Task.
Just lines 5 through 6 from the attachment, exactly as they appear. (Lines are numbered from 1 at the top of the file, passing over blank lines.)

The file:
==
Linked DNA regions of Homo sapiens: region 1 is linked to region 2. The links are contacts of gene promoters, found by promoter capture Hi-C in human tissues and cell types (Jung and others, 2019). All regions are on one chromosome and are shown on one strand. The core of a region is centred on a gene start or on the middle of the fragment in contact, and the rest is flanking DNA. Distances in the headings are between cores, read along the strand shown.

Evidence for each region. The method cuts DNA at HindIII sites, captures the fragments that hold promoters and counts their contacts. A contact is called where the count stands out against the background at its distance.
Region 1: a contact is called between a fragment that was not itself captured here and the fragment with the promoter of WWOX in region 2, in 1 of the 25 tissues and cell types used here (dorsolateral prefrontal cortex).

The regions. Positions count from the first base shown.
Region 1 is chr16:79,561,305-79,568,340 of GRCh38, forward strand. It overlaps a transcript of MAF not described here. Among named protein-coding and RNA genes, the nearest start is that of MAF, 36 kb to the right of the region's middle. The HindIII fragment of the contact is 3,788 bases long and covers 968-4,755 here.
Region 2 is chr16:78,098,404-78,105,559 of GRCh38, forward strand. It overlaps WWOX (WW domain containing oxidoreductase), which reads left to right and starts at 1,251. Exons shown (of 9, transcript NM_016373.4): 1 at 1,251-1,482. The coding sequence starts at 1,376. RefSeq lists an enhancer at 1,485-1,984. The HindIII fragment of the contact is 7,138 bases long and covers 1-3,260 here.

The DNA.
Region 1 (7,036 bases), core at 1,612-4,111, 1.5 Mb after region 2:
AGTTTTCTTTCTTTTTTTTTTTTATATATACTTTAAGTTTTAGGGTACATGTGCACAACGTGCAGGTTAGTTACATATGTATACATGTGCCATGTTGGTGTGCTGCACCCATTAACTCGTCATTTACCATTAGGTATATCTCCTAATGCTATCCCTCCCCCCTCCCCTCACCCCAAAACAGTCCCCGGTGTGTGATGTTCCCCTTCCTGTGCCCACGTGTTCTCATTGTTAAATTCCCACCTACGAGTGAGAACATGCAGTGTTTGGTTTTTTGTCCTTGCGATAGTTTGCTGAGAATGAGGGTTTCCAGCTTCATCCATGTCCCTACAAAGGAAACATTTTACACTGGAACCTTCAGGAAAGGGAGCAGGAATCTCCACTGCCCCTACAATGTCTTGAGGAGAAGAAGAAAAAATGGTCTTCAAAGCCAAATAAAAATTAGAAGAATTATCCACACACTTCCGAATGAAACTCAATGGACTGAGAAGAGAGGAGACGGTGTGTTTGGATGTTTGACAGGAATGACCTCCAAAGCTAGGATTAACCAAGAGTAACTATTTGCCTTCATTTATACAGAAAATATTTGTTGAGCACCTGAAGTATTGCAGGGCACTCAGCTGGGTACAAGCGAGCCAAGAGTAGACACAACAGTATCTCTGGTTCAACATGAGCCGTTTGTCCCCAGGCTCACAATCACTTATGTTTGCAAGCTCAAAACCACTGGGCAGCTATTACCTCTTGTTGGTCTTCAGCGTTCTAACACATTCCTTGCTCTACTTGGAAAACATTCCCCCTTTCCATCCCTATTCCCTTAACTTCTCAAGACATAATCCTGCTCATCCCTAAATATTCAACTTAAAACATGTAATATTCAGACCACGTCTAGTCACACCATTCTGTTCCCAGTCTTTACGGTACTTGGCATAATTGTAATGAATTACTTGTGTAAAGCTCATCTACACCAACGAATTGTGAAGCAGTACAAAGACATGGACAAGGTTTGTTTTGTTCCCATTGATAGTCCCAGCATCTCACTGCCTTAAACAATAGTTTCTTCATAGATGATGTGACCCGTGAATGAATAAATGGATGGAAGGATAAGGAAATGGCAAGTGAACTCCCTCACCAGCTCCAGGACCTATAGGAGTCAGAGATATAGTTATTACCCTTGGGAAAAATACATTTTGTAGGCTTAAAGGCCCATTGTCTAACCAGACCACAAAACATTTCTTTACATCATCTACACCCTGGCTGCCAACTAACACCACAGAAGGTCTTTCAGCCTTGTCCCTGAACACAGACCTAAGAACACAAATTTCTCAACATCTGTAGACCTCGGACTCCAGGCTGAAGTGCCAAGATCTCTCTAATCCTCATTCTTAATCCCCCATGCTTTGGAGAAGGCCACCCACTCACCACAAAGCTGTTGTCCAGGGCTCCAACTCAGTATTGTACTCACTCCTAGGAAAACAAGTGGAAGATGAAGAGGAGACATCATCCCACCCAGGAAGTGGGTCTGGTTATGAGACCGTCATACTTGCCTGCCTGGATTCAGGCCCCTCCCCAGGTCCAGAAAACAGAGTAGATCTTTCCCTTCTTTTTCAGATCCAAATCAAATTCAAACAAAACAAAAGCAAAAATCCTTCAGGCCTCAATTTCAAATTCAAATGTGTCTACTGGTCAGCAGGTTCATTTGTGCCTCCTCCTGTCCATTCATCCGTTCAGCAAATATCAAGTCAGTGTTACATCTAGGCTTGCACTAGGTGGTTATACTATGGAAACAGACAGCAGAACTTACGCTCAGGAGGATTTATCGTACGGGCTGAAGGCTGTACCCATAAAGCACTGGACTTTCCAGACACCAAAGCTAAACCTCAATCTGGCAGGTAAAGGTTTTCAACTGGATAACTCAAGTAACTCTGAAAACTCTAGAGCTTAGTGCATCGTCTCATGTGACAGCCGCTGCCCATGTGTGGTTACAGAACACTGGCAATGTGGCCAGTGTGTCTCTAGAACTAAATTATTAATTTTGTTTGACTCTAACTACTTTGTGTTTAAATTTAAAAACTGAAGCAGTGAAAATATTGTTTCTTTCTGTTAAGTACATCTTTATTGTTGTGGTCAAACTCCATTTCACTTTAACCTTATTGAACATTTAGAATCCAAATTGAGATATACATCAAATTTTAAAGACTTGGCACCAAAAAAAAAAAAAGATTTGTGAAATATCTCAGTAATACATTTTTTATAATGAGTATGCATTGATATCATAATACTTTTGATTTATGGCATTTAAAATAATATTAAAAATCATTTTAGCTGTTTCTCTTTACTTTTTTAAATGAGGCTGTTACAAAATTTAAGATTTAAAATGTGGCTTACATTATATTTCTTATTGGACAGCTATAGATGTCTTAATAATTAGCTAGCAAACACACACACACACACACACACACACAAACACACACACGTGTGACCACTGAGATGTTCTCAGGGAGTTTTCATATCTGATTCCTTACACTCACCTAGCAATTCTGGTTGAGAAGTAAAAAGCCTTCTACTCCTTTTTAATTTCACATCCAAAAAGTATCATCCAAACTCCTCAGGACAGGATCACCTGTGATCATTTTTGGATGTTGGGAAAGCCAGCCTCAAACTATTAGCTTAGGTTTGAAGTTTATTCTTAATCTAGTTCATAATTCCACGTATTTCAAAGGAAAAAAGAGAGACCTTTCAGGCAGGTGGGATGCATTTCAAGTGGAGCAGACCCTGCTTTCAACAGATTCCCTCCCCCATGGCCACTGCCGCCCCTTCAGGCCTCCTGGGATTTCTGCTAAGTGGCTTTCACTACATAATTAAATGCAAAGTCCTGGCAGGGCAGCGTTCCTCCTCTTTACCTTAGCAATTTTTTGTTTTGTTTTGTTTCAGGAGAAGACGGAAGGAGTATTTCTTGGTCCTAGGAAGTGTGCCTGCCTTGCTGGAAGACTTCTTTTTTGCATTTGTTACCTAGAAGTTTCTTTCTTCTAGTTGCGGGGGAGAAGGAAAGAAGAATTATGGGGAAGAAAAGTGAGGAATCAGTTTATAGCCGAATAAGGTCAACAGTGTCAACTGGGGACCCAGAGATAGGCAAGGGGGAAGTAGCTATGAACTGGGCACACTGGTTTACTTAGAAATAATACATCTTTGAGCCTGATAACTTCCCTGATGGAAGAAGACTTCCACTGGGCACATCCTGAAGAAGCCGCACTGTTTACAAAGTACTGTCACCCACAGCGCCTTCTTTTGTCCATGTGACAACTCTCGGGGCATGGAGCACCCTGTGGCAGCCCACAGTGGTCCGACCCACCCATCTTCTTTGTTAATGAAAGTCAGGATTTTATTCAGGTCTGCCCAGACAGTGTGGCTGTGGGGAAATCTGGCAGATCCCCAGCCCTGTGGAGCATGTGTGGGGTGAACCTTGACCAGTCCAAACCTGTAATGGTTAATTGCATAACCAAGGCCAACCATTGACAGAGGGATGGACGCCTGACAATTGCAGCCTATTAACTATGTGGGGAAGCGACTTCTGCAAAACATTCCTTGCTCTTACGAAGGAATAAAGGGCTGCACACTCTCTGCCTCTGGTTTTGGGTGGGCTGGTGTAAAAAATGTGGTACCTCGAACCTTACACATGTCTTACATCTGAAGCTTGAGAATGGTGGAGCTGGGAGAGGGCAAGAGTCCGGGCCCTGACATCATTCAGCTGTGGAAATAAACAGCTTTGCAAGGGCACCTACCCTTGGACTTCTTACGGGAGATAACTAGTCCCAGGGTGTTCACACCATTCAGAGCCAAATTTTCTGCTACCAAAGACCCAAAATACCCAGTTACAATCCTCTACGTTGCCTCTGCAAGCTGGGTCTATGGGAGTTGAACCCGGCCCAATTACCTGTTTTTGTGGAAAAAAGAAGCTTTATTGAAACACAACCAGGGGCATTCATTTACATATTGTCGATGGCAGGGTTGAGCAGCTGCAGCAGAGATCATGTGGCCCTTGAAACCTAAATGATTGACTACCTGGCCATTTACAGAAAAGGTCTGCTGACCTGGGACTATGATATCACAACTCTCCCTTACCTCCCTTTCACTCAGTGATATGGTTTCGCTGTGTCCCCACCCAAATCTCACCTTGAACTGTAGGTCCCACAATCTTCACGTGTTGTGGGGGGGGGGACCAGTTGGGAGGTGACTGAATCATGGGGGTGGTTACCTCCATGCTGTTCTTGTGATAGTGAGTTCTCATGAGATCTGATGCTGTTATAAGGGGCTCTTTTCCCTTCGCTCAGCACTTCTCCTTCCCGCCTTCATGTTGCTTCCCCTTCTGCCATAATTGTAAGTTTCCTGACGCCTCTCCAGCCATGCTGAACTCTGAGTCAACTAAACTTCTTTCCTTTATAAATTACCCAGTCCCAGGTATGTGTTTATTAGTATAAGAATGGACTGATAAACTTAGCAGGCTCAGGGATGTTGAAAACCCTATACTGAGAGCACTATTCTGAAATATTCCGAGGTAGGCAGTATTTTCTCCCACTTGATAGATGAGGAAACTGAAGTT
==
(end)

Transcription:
Region 1 is chr16:79,561,305-79,568,340 of GRCh38, forward strand. It overlaps a transcript of MAF not described here. Among named protein-coding and RNA genes, the nearest start is that of MAF, 36 kb to the right of the region's middle. The HindIII fragment of the contact is 3,788 bases long and covers 968-4,755 here.
Region 2 is chr16:78,098,404-78,105,559 of GRCh38, forward strand. It overlaps WWOX (WW domain containing oxidoreductase), which reads left to right and starts at 1,251. Exons shown (of 9, transcript NM_016373.4): 1 at 1,251-1,482. The coding sequence starts at 1,376. RefSeq lists an enhancer at 1,485-1,984. The HindIII fragment of the contact is 7,138 bases long and covers 1-3,260 here.